This is an exercise in sexual fantasising that is well-written and provocative – and I wonder if all the trains going through Tokyo are full of people with such things on their mind as they sit together randomly on the narrow seats? And whether suicide pacts in that part of the world actually end up synchronising? This work is not a comfortable read, but to read work by a skilfully laid-back or passive painterly author that tries to summon a potentially significant geometrical vision of art, space and humanity from ungeometrical flesh manipulating other flesh within the fictionally fantasising head, one has to try to be laid-back or passive oneself. Take the rough with the smooth. The clad with the unclad. Try to imagine it not happening except on the page.

  11. The Space Between The Walls
    It is a shame that the context of this book further accentuates the nature of this story while even, standing alone, it is a short masterpiece of parallel civilisations, English and Japanese, through the eyes of a Japanese man having lived in England now returned to his wife in Japan, as further seen through the eyes, I infer, of an Englishman living in Japan who is the author. The logistics of doors and rooms as fast space, related to the fast time of this childless couple’s would-be daughter’s growing in another world seen through an English curtainless window.
    Why a shame? Because some of this book’s other context may deter some readers from ever getting to read this short masterpiece at all.

  12. Mobile, phone
    “They’re very good, but a bit creepy.”
    I am obviously too close to this story, having published it in ‘Nemonymous’ in 2003. Yet, each time I have re-read it, once a week or so ago here, and again just now, I have seen more and more in it – and, now, in the context of this book, I see the deadpan or deadly coolth of an ethos that is foreign to me come closer to my Home key. A woman in the crashed car with this book’s leitmotif of a mobile comma phone abrim next to her, about to speak with a mass greater than the mass of the person speaking. Likewise the Internet, the ominous mass of the dating system character outweighing the person himself, subtending retrocausally with an angled stab. The scene on the front cover of this book is in this story, the schoolgirl with pleated skirt at-arm’s-length leitmotif. The dolls. A parental abandonment. And “subtending that cruel, dwindling angle” backward in the text yet forward in time, too, toward “an isosceles triangle of hope.” The ethical coolth of death itself?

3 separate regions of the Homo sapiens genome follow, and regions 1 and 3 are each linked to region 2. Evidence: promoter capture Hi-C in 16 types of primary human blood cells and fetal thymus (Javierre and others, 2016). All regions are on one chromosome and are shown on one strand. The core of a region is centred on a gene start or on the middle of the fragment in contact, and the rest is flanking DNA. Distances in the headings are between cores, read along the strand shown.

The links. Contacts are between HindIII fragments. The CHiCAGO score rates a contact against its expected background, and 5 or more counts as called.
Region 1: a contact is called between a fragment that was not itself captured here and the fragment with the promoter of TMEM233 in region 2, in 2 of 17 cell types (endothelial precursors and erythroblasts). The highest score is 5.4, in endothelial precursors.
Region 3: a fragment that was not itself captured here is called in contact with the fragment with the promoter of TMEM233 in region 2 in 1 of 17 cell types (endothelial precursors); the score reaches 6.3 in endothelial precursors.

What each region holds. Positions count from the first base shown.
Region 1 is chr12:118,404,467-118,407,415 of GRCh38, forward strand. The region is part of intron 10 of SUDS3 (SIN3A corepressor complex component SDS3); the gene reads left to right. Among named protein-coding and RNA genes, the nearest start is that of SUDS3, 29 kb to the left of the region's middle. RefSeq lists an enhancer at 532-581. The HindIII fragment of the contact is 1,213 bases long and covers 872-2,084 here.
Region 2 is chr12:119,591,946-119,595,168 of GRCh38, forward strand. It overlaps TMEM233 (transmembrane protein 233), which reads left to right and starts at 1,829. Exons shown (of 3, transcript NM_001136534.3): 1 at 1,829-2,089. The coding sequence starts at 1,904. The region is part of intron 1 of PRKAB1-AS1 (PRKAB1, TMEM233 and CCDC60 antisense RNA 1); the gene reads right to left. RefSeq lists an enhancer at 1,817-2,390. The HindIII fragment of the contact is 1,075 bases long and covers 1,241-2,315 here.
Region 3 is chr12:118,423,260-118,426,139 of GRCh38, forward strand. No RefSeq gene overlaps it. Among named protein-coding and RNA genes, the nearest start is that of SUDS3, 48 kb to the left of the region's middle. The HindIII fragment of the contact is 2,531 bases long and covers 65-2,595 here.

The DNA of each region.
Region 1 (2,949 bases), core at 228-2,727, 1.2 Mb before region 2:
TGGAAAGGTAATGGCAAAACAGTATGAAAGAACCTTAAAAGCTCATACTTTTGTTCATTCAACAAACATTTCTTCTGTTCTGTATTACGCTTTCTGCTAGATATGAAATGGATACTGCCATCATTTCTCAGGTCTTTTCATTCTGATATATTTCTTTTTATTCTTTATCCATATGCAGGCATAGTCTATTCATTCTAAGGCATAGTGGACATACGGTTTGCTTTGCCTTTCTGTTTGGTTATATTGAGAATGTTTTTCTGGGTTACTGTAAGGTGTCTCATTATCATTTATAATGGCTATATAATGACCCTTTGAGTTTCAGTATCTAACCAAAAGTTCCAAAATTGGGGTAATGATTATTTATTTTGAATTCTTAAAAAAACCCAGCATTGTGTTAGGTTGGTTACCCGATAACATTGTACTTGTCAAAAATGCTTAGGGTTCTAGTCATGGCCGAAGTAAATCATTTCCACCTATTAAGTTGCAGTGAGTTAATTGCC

13. Apparent Distance
    “Because of the effect of gravity in space, that’s to say the force exerted by the sun’s huge mass, it sometimes seems as if a whole cluster of stars, maybe even galaxies, are periodically brighter than they usually are and even sometimes seem to be located in places where they aren’t. The light that reaches us from them has been diverted as in a prism, you know what a prism is?, O.K., and, by the same token, you might be looking straight at them and not be aware of it.”
    As with these stories. And this husband-illicit mobile-phone-implicit friend-non-complicit participants-tacit liaison-as-planetary-conjunction without explicit intention stems from a Japanese woman lending the man a book about a painter. Which painter, I ask? Perhaps the author will let us know in a comment here. But even he may be wrong, I guess.

  14. Half A Life
    “…jumbling her up into a Cubist collage, or, depending on a fortunate concatenation of horizontals and verticals,…”